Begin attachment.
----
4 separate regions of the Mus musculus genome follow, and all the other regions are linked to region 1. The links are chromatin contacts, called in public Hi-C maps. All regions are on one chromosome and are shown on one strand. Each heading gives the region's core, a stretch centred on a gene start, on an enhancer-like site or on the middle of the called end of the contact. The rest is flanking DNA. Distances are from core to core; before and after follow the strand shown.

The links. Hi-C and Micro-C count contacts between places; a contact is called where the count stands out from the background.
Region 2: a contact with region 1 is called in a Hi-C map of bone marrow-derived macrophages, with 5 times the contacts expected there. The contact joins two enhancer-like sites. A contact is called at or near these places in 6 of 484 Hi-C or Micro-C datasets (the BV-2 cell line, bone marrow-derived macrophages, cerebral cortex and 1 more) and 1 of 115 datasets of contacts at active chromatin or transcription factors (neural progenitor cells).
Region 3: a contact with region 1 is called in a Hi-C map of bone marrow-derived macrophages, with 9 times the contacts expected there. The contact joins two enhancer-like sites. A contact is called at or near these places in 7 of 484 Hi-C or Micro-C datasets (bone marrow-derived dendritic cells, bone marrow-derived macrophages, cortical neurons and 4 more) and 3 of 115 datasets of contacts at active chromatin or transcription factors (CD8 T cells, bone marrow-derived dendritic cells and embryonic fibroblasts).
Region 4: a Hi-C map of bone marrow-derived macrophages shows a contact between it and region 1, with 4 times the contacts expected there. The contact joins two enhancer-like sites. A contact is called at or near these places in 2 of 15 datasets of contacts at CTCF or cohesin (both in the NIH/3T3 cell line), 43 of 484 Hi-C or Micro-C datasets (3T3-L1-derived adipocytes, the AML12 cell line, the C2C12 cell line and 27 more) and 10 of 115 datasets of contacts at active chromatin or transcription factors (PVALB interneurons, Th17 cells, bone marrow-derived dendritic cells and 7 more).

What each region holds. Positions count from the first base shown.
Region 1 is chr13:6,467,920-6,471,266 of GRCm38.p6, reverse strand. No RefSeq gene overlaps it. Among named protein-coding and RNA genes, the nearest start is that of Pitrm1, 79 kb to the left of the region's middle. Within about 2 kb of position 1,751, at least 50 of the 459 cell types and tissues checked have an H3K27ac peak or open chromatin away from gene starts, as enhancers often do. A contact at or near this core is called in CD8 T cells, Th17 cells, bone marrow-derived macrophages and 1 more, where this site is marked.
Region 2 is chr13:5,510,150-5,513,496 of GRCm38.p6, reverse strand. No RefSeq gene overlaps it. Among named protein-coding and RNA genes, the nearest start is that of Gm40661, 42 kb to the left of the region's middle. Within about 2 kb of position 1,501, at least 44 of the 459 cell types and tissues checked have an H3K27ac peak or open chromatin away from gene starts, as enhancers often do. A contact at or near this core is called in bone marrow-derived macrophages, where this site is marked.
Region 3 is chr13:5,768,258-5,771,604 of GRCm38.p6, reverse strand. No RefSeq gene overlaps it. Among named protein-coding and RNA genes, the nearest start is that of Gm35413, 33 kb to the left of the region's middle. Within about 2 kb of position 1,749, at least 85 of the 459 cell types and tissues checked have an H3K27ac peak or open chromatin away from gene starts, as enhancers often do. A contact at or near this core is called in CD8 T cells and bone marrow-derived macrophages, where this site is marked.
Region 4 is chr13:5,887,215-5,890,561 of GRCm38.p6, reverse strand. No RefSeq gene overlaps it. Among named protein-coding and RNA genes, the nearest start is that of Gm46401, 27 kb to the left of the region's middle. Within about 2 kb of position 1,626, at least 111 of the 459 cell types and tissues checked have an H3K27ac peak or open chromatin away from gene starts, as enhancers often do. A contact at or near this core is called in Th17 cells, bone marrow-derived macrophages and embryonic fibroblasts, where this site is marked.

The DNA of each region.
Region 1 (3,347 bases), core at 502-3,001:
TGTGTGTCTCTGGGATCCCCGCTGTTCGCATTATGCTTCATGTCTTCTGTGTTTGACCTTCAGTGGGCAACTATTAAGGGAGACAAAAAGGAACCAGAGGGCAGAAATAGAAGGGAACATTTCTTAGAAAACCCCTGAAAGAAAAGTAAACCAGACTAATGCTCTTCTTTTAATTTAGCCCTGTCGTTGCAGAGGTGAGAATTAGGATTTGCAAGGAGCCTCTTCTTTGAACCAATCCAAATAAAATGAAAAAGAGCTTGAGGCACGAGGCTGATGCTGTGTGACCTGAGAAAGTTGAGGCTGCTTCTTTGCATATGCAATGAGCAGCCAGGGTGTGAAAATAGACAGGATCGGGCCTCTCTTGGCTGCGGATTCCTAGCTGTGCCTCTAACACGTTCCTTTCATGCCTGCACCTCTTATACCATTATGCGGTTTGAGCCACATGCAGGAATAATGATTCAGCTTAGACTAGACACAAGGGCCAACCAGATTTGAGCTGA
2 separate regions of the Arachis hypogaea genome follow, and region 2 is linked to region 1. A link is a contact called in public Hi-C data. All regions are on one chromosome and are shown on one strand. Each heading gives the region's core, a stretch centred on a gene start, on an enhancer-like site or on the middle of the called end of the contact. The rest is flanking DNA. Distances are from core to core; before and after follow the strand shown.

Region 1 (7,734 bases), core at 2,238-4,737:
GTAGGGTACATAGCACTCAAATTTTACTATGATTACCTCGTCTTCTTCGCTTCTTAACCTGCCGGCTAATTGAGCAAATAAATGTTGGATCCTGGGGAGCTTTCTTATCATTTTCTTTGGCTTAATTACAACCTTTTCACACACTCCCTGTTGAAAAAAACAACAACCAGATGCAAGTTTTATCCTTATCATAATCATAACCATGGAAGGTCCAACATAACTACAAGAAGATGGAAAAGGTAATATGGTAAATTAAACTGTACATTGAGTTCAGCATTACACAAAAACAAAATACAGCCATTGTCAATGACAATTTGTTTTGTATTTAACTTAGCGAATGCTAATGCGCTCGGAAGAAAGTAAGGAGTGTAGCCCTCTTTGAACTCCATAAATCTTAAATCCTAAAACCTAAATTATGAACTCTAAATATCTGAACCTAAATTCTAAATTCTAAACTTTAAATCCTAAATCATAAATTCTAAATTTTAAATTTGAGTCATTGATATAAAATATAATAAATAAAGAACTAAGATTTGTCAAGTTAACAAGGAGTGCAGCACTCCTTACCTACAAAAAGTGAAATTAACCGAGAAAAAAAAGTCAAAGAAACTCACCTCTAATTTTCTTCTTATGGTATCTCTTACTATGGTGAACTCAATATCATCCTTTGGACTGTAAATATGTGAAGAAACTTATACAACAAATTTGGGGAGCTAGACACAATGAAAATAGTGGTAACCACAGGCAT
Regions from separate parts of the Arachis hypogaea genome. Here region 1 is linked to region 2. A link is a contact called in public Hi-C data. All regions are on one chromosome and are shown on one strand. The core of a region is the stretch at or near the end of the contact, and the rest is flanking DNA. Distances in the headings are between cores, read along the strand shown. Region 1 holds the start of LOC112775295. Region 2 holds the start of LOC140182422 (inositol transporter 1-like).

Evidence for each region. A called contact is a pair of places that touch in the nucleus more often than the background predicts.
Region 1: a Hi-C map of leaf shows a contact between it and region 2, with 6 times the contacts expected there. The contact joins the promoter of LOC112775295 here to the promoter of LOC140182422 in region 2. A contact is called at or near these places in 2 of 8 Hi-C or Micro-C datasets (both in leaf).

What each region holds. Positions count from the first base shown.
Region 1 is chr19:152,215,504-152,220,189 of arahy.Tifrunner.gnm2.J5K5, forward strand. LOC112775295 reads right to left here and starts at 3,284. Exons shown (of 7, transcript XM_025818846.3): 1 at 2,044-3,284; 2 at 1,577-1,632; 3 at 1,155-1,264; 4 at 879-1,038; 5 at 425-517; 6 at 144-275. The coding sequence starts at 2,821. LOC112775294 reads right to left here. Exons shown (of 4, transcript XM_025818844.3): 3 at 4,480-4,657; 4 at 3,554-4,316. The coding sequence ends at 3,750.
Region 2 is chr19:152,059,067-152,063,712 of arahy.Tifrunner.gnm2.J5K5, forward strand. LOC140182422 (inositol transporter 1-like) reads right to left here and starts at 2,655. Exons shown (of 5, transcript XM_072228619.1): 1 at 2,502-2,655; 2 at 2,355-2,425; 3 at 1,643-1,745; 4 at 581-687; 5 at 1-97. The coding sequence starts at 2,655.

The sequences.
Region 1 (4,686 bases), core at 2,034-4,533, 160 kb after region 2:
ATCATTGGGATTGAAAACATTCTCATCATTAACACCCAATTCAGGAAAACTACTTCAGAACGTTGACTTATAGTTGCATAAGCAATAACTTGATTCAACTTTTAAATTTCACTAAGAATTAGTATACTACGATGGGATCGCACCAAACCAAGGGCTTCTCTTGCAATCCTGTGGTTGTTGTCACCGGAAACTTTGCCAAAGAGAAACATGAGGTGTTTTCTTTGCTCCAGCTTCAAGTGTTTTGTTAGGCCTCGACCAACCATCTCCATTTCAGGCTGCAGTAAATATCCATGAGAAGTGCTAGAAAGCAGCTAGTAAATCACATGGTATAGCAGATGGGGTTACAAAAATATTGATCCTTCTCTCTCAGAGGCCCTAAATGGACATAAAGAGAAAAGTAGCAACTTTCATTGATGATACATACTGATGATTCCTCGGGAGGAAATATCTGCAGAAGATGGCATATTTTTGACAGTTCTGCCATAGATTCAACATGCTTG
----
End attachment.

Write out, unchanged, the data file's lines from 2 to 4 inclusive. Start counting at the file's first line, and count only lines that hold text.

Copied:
The links. Hi-C and Micro-C count contacts between places; a contact is called where the count stands out from the background.
Region 2: a contact with region 1 is called in a Hi-C map of bone marrow-derived macrophages, with 5 times the contacts expected there. The contact joins two enhancer-like sites. A contact is called at or near these places in 6 of 484 Hi-C or Micro-C datasets (the BV-2 cell line, bone marrow-derived macrophages, cerebral cortex and 1 more) and 1 of 115 datasets of contacts at active chromatin or transcription factors (neural progenitor cells).
Region 3: a contact with region 1 is called in a Hi-C map of bone marrow-derived macrophages, with 9 times the contacts expected there. The contact joins two enhancer-like sites. A contact is called at or near these places in 7 of 484 Hi-C or Micro-C datasets (bone marrow-derived dendritic cells, bone marrow-derived macrophages, cortical neurons and 4 more) and 3 of 115 datasets of contacts at active chromatin or transcription factors (CD8 T cells, bone marrow-derived dendritic cells and embryonic fibroblasts).